I might have spent each day. I was overwhelmed by simultaneous feelings of deep
connection and unbridgeable distance. As
we struggled to narrow the chasms created
by language and culture, I found familiarity
in their faces and the trees enveloping us.
“So, what are you?” the girls asked me.
“You look Chinese on the outside but you are
American on the inside.” At first, I detested
this description. If the substance of my being
is not Chinese, I might as well be white. Once
content with describing myself as “Chinese
American,” now I was hit with its vagueness.
Where do I belong between being Chinese
and becoming American? In some ways my
new friends were right; our many fragmented
conversations during the three weeks we were
together affirmed the differences in how our
minds had developed to perceive the world.
“You are so lucky, you have no discipline,
easy school, and freedom,” the Xiaxi girls
would say with certainty and envy. “All we
get to do is study.”
I felt guilty about my “luck” and the truth in
their words. Still, their idealistic views about
America and the ease of my life perplexed
me. They had quickly dismissed my out-of-
school activities and community service as
lacking real learning. Yet, soon I realized how
their understanding of “smart” contrasts with
mine. Being smart
is the high ranking a
teacher gives them;
studying is their only
way of getting there.
These tight bor-
ders command their
I permeated those
borders as we talked
about growing up,
gender roles, equality, and relationships.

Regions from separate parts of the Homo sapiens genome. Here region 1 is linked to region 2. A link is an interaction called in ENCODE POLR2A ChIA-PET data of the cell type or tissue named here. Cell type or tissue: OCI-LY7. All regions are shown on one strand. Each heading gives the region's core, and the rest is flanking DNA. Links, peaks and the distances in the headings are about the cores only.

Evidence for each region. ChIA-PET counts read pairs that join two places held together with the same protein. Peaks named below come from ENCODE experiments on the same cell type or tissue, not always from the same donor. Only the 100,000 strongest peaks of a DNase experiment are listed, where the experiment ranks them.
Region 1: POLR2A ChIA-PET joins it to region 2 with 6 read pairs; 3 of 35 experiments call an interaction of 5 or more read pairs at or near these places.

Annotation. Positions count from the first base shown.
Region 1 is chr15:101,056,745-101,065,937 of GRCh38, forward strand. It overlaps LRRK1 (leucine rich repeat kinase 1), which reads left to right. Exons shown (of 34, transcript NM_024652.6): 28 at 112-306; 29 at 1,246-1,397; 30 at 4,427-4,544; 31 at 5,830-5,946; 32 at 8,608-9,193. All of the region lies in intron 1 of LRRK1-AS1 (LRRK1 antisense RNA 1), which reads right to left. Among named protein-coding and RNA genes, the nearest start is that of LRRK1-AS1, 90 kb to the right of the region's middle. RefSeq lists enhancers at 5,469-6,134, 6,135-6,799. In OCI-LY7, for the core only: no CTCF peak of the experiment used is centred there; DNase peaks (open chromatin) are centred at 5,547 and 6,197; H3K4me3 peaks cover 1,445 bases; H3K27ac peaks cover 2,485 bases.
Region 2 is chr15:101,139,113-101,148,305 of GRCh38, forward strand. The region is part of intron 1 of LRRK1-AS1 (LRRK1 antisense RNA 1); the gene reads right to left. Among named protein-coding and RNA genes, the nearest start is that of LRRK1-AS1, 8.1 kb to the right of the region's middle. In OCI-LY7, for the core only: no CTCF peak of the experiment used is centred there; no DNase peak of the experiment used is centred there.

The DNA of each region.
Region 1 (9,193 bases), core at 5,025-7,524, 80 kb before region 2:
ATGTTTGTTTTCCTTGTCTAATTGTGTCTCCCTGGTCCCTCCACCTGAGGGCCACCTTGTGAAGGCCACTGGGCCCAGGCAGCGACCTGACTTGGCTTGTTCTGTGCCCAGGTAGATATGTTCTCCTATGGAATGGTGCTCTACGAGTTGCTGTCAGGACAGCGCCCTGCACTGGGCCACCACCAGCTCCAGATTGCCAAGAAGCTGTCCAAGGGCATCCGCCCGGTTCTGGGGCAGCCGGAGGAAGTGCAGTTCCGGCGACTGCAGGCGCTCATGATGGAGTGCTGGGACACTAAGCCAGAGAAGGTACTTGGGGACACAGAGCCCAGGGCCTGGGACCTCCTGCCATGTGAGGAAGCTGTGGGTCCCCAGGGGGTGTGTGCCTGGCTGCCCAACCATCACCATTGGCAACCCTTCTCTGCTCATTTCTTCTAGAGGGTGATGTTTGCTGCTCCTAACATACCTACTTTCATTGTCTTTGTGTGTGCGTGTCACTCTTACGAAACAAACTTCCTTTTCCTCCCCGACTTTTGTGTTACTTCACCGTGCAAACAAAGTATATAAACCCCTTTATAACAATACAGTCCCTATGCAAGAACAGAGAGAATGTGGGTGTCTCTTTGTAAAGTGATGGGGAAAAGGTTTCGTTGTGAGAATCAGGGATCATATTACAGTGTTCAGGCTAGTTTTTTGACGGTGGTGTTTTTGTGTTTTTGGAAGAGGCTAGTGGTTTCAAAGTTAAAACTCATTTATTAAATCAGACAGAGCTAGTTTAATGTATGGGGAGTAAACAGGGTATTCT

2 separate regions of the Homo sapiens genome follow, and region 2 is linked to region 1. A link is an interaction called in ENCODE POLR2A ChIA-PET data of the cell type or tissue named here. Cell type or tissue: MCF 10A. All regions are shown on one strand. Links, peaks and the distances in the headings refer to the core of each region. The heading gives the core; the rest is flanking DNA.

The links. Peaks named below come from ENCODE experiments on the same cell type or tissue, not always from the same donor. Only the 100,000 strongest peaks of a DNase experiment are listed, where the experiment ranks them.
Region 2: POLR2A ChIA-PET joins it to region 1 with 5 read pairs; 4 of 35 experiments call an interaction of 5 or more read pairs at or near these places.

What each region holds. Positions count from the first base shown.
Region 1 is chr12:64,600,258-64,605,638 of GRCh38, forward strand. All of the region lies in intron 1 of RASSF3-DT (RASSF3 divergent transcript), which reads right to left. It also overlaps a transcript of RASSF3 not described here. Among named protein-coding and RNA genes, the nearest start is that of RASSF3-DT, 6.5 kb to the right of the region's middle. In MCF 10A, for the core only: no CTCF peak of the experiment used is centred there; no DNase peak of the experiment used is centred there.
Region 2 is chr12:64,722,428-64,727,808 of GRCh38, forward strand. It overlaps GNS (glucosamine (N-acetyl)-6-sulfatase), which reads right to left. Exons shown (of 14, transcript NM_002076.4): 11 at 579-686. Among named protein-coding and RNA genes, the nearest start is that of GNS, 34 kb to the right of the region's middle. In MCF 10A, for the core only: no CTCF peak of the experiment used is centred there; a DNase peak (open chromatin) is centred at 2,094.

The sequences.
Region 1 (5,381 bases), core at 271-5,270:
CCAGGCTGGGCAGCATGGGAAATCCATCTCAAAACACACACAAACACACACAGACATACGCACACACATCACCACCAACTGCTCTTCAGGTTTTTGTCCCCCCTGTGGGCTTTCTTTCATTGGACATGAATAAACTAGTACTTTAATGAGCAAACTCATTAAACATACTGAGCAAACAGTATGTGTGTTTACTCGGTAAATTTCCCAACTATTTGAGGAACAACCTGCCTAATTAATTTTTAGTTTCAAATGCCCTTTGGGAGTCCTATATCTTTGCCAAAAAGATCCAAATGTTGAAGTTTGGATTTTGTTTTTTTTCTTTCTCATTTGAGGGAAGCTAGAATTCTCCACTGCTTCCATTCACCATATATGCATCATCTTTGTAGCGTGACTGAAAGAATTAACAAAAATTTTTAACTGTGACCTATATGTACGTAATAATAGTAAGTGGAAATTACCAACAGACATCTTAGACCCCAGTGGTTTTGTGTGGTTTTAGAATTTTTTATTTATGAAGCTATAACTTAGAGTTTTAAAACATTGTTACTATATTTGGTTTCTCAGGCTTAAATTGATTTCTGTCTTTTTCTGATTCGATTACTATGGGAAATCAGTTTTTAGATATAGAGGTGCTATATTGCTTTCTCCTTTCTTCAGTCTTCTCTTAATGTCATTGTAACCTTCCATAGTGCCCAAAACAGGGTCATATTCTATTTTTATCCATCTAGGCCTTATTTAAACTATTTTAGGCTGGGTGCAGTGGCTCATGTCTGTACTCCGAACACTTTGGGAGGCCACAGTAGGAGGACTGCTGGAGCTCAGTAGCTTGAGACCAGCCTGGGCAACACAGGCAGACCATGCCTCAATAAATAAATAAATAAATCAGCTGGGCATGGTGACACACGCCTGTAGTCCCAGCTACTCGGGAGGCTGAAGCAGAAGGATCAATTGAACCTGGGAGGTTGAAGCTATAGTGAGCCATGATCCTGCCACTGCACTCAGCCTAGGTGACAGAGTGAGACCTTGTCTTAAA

No one before me
had given them the
space to talk about
such topics. As a girl
born in Xiaxi and living in America, I was the most foreign person these girls had ever met. They had never
come in contact with anyone who looked
different from them. When I told them about
the many friends I have who look different
than I do, they were astonished. Being with
them gave me deeper appreciation for the
diversity that my life in America affords me.
For those I met in Xiaxi, family is blood
and ancestry. “You do not know your real
parents?” strangers would ask me soon after
we met, sympathetic and eager to help me
find mine. “When is your birthday? What orphanage were you from?” Their words “real
mother” sat heavily in my mind. Even if I’d
spoken their dialect fluently, I am not sure I
could have explained. I have a real mother,
the woman who raised me and loves me.
My biological family might not be whom I
romanticized them to be, and finding such
strangers would not instantly conjure love.
Instead, it was in the welcoming care that
countless strangers showed me—in placing
watermelon slices in both of my hands, pulling a comb through my hair, and attempting
to cool me in 110-degree heat—that I found
home in Xiaxi, and that was enough.
MAYA LUDTKE is a first-year student at Wellesley College after
taking a “gap” year to serve with City Year Boston, an AmeriCorps
Maya (center) with
her Xiaxi friends Chen
Chen (left) and Yuan